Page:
• A Gardening State of Mind

    To date, I think I’ve spent one, all-out serious day in the garden.  Yesterday.  Sure, I was home for short weekends back in April, gardening for hours on end.  I was here most of May during iris bloom season, and lived outside for most of that month too.  But as far as days go where nothing crosses my mind but the blunders of my trowel, I count a lonely one.

    And likely as a carryover from yesterday, I sat at my desk today, peering through a window pelted by rain, and found myself in a gardening state of mind.  I like to think I always am, but usually it’s only most of the time.  There are days where paperwork and email and voicemail clutters my head, instead of the sights and smells of the garden.  But in a gardening state of mind, all that disappears.  My mind at that point refuses to leave alone the mental list of garden chores to do, or the tempting idea to wander and stroll without any purpose at all.  It’s those moments, those humble blinks of unshaming ecstasy that I wish I could share with non-gardeners in my effort to create a more beautiful world.  When we can finally give up the din of life’s motor for something more human and less mechanistic, we’ll come to a much greater understanding about the peace and beauty of the natural world around us.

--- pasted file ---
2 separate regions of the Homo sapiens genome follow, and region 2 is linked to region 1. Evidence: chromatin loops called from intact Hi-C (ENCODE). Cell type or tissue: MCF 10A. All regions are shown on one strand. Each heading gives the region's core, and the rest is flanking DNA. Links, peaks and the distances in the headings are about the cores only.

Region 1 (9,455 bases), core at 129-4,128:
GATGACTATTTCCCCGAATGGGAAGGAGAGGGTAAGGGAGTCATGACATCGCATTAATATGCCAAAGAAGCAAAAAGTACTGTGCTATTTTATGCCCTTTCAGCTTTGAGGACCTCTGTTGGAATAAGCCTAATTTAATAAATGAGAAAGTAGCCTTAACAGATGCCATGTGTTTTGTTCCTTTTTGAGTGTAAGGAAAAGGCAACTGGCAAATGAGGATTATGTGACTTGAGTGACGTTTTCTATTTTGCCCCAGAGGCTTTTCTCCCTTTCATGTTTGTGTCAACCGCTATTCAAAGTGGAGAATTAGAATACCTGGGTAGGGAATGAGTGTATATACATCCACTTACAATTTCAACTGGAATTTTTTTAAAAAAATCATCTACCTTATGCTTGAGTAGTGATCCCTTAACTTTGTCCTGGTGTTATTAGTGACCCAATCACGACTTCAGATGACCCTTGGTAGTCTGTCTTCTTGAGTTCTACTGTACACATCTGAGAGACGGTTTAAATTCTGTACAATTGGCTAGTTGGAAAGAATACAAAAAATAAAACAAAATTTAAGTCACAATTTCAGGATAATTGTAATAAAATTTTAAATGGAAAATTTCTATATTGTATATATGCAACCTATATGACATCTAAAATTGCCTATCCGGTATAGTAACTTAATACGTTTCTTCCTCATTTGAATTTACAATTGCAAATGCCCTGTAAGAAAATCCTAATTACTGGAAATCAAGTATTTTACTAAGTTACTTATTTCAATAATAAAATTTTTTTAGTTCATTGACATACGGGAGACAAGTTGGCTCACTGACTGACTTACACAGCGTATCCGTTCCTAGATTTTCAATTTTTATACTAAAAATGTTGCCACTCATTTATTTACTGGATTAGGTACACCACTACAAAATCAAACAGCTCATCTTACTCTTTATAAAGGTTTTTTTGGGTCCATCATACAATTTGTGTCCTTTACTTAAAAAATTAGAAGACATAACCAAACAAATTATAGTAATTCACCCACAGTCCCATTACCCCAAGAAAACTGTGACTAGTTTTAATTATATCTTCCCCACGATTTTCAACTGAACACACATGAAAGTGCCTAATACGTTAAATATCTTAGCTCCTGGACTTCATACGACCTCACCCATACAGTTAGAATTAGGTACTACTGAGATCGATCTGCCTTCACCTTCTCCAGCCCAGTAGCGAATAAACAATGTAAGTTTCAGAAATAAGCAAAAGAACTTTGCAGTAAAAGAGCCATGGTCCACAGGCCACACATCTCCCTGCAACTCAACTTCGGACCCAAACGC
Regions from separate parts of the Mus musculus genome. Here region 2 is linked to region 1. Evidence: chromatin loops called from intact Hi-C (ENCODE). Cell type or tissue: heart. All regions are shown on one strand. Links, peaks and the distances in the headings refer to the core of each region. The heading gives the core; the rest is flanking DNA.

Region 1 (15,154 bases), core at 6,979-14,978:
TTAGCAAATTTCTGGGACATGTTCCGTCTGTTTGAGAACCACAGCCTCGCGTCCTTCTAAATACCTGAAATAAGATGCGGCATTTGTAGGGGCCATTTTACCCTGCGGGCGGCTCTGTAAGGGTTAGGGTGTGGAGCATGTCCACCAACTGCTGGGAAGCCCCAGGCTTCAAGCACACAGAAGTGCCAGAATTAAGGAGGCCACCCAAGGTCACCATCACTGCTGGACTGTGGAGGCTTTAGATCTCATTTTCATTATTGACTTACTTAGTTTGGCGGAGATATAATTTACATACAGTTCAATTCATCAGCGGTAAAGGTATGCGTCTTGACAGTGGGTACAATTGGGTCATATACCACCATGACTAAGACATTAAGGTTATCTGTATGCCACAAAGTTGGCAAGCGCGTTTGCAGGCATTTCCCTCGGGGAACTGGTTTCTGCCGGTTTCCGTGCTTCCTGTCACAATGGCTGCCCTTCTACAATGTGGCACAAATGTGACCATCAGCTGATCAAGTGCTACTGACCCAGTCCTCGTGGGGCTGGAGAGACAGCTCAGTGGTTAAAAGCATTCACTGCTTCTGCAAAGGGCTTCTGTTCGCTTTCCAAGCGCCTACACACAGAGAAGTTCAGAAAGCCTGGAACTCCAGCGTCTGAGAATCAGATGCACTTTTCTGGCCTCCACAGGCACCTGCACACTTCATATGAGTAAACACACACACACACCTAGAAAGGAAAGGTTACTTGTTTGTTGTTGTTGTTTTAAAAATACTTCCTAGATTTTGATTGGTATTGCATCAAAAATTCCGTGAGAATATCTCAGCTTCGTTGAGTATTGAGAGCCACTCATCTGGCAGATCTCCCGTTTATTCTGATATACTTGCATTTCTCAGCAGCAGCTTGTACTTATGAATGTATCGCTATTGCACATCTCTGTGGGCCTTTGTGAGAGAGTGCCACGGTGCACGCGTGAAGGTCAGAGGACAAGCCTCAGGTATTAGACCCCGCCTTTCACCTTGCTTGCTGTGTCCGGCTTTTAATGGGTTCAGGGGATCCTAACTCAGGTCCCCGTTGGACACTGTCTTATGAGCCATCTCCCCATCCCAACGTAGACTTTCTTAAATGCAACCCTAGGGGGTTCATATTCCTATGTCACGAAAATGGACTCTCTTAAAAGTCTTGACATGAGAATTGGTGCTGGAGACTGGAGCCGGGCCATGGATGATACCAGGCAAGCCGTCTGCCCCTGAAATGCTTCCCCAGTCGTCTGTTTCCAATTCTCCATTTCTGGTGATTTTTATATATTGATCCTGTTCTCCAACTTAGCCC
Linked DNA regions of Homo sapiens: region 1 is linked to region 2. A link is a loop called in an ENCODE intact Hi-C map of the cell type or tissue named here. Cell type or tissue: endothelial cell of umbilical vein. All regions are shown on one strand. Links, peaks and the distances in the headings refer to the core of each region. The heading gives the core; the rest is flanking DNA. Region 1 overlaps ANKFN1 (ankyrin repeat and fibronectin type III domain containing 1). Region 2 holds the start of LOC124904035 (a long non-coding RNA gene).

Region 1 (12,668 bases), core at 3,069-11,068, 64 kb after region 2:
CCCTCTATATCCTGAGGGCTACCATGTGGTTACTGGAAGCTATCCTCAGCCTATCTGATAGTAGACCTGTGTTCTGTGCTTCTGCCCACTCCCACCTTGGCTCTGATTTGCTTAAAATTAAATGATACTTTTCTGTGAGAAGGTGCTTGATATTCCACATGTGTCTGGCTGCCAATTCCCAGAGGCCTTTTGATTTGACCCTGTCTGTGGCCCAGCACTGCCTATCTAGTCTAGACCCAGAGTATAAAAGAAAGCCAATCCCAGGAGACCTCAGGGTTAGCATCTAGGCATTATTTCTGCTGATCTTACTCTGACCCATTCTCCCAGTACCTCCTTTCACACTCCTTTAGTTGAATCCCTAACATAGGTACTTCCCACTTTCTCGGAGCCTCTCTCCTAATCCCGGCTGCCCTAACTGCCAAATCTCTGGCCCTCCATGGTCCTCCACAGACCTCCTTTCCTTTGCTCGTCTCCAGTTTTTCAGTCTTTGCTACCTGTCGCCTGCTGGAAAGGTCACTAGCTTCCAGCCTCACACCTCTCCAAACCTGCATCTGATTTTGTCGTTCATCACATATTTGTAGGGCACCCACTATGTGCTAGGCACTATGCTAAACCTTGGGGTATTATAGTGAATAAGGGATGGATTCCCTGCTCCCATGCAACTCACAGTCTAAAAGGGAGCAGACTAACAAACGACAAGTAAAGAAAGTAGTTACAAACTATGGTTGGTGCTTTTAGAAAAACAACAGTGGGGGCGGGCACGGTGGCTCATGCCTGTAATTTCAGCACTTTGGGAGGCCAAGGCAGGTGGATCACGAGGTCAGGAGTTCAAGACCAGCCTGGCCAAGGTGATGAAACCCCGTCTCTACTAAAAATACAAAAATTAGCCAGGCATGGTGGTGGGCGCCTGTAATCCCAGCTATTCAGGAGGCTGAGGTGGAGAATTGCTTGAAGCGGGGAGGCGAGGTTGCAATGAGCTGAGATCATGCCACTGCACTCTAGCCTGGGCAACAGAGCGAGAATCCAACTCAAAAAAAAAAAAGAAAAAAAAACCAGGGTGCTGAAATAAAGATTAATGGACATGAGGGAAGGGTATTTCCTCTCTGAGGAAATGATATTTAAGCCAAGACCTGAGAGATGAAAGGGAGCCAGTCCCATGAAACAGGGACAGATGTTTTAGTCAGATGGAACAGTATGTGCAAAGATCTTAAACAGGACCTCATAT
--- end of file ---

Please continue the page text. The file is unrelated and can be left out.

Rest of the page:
Poet Wendell Berry explored such peace and beauty in his poem The Peace of Wild Things.  The ultimate sentence  summarizes my gardening state of mind: “For a time/ I rest in the grace of the world, and am free.”

One Responseso far.

  1. Fello gardener says:

    I wish that those times of rest and peace came more often and stayed a little longer. That I could capture whatever it is that causes or allows my spirit to dream and soar and save it for those times when I most need hope. My God and my garden bring me closest to that wish.

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